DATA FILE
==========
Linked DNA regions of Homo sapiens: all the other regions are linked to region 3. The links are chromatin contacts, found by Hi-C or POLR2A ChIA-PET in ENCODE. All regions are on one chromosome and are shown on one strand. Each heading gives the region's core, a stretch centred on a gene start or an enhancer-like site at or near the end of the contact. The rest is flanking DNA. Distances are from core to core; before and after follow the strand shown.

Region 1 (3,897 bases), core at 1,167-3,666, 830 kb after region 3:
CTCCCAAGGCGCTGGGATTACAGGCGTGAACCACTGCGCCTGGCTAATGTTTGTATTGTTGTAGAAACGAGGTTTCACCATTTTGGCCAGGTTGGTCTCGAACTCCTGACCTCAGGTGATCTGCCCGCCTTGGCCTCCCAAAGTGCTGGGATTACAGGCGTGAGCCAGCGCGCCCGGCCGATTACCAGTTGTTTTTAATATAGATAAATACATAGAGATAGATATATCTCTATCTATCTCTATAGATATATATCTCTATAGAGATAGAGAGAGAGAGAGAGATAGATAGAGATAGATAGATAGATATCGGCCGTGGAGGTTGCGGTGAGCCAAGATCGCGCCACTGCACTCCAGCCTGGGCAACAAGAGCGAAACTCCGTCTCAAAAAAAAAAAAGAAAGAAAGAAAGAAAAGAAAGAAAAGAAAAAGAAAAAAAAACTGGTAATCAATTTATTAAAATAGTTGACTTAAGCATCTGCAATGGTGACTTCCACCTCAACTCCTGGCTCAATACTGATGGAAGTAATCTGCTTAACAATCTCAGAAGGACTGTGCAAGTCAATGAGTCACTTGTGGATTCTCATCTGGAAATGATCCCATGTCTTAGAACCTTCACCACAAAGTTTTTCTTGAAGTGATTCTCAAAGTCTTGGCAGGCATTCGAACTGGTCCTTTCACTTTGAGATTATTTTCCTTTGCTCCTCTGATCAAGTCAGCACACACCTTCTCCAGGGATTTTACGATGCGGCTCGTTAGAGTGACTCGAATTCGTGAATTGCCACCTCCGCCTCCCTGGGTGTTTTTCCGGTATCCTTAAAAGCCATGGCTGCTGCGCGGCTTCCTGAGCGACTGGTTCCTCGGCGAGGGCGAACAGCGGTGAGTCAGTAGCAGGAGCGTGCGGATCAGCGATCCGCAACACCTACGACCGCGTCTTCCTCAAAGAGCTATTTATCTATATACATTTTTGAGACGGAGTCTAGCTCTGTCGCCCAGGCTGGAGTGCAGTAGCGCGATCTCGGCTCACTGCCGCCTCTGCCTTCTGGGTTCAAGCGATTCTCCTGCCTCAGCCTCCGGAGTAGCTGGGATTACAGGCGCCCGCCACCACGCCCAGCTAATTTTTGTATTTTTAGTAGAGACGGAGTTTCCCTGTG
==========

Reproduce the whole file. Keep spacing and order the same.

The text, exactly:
Linked DNA regions of Homo sapiens: all the other regions are linked to region 3. The links are chromatin contacts, found by Hi-C or POLR2A ChIA-PET in ENCODE. All regions are on one chromosome and are shown on one strand. Each heading gives the region's core, a stretch centred on a gene start or an enhancer-like site at or near the end of the contact. The rest is flanking DNA. Distances are from core to core; before and after follow the strand shown.

Region 1 (3,897 bases), core at 1,167-3,666, 830 kb after region 3:
CTCCCAAGGCGCTGGGATTACAGGCGTGAACCACTGCGCCTGGCTAATGTTTGTATTGTTGTAGAAACGAGGTTTCACCATTTTGGCCAGGTTGGTCTCGAACTCCTGACCTCAGGTGATCTGCCCGCCTTGGCCTCCCAAAGTGCTGGGATTACAGGCGTGAGCCAGCGCGCCCGGCCGATTACCAGTTGTTTTTAATATAGATAAATACATAGAGATAGATATATCTCTATCTATCTCTATAGATATATATCTCTATAGAGATAGAGAGAGAGAGAGAGATAGATAGAGATAGATAGATAGATATCGGCCGTGGAGGTTGCGGTGAGCCAAGATCGCGCCACTGCACTCCAGCCTGGGCAACAAGAGCGAAACTCCGTCTCAAAAAAAAAAAAGAAAGAAAGAAAGAAAAGAAAGAAAAGAAAAAGAAAAAAAAACTGGTAATCAATTTATTAAAATAGTTGACTTAAGCATCTGCAATGGTGACTTCCACCTCAACTCCTGGCTCAATACTGATGGAAGTAATCTGCTTAACAATCTCAGAAGGACTGTGCAAGTCAATGAGTCACTTGTGGATTCTCATCTGGAAATGATCCCATGTCTTAGAACCTTCACCACAAAGTTTTTCTTGAAGTGATTCTCAAAGTCTTGGCAGGCATTCGAACTGGTCCTTTCACTTTGAGATTATTTTCCTTTGCTCCTCTGATCAAGTCAGCACACACCTTCTCCAGGGATTTTACGATGCGGCTCGTTAGAGTGACTCGAATTCGTGAATTGCCACCTCCGCCTCCCTGGGTGTTTTTCCGGTATCCTTAAAAGCCATGGCTGCTGCGCGGCTTCCTGAGCGACTGGTTCCTCGGCGAGGGCGAACAGCGGTGAGTCAGTAGCAGGAGCGTGCGGATCAGCGATCCGCAACACCTACGACCGCGTCTTCCTCAAAGAGCTATTTATCTATATACATTTTTGAGACGGAGTCTAGCTCTGTCGCCCAGGCTGGAGTGCAGTAGCGCGATCTCGGCTCACTGCCGCCTCTGCCTTCTGGGTTCAAGCGATTCTCCTGCCTCAGCCTCCGGAGTAGCTGGGATTACAGGCGCCCGCCACCACGCCCAGCTAATTTTTGTATTTTTAGTAGAGACGGAGTTTCCCTGTG